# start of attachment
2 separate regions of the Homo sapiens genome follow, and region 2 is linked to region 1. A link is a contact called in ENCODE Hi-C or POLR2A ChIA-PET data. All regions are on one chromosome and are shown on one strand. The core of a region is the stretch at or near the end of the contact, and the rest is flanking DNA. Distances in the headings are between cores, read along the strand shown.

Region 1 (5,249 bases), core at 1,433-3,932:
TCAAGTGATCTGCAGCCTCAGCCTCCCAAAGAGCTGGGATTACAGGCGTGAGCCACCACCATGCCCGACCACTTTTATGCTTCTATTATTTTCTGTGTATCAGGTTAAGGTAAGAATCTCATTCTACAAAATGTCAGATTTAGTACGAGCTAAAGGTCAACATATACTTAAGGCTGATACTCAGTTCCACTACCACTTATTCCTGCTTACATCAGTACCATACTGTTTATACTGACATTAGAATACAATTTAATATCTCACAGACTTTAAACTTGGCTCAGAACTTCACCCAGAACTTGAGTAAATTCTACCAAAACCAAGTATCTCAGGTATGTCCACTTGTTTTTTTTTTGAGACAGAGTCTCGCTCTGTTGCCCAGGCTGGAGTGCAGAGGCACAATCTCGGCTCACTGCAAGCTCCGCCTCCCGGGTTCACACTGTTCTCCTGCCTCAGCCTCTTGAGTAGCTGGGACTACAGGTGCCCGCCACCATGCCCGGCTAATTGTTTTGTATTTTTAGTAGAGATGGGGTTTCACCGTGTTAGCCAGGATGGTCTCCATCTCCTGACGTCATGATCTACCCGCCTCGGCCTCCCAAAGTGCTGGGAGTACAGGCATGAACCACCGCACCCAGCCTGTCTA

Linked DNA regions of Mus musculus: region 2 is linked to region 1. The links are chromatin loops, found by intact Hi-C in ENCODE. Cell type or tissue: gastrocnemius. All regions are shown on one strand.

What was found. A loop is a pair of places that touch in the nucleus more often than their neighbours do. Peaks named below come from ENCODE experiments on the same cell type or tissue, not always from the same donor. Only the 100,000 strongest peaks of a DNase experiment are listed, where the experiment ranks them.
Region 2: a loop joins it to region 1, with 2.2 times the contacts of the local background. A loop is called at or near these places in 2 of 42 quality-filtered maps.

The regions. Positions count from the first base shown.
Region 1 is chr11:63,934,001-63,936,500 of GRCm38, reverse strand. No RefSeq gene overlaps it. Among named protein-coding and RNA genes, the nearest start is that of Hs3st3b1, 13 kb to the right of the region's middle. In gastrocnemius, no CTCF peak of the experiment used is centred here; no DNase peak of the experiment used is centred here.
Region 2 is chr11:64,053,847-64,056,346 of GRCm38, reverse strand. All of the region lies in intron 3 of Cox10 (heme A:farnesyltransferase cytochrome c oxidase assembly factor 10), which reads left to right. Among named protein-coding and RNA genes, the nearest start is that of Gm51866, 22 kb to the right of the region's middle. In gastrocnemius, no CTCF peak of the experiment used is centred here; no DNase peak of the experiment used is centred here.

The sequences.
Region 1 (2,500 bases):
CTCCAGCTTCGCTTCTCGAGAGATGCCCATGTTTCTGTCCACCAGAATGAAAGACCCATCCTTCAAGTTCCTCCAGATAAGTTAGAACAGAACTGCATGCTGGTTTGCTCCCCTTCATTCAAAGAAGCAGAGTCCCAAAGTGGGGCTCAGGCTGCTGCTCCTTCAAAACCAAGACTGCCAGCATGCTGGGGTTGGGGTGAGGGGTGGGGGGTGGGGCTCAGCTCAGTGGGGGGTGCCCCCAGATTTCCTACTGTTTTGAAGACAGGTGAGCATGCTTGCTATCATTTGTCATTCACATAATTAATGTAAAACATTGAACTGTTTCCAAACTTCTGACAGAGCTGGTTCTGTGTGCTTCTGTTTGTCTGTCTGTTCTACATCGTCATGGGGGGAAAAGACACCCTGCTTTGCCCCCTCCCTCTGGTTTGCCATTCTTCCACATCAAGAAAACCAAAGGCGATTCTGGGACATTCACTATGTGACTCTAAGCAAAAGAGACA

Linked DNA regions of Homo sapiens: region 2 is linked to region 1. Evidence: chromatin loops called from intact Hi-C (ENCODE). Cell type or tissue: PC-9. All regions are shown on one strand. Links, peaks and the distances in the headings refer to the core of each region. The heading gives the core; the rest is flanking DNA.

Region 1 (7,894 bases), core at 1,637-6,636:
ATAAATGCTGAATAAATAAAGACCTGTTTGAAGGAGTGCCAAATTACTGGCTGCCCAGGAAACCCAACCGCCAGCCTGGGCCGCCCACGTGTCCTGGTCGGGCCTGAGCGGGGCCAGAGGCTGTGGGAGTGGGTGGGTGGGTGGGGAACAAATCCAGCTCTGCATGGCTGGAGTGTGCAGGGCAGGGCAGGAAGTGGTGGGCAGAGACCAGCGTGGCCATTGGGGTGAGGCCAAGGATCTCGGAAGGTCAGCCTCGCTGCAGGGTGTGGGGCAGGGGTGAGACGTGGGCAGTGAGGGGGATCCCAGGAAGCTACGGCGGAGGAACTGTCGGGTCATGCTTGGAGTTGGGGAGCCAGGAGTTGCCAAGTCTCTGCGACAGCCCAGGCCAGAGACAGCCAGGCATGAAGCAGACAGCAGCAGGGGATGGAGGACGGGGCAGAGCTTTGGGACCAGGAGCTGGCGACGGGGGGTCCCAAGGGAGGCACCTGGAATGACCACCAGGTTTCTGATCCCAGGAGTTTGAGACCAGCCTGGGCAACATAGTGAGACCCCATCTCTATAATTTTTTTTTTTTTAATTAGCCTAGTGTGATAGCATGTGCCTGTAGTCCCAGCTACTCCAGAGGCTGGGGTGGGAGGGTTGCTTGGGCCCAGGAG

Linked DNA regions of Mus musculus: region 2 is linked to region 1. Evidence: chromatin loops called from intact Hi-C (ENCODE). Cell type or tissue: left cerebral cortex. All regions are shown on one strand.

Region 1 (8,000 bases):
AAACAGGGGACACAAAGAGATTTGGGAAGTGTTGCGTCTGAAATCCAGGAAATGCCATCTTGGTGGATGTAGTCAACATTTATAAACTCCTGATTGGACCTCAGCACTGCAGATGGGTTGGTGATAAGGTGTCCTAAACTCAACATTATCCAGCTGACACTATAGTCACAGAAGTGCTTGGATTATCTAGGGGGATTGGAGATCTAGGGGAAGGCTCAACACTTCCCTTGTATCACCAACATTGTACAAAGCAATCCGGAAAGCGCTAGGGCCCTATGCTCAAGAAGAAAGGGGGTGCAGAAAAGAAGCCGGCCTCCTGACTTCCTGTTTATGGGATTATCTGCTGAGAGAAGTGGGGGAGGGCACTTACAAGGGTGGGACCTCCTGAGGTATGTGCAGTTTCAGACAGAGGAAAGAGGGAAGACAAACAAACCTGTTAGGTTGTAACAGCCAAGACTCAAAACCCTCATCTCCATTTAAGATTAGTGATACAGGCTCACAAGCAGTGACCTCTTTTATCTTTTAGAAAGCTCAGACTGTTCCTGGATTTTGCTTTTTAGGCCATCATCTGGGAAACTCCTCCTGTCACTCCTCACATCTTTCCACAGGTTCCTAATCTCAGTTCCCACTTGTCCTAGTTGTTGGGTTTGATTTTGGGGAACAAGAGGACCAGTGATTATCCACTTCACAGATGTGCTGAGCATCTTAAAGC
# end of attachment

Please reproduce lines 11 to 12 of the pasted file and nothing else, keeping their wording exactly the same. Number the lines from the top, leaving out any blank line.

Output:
Region 1 (2,500 bases):
CTCCAGCTTCGCTTCTCGAGAGATGCCCATGTTTCTGTCCACCAGAATGAAAGACCCATCCTTCAAGTTCCTCCAGATAAGTTAGAACAGAACTGCATGCTGGTTTGCTCCCCTTCATTCAAAGAAGCAGAGTCCCAAAGTGGGGCTCAGGCTGCTGCTCCTTCAAAACCAAGACTGCCAGCATGCTGGGGTTGGGGTGAGGGGTGGGGGGTGGGGCTCAGCTCAGTGGGGGGTGCCCCCAGATTTCCTACTGTTTTGAAGACAGGTGAGCATGCTTGCTATCATTTGTCATTCACATAATTAATGTAAAACATTGAACTGTTTCCAAACTTCTGACAGAGCTGGTTCTGTGTGCTTCTGTTTGTCTGTCTGTTCTACATCGTCATGGGGGGAAAAGACACCCTGCTTTGCCCCCTCCCTCTGGTTTGCCATTCTTCCACATCAAGAAAACCAAAGGCGATTCTGGGACATTCACTATGTGACTCTAAGCAAAAGAGACA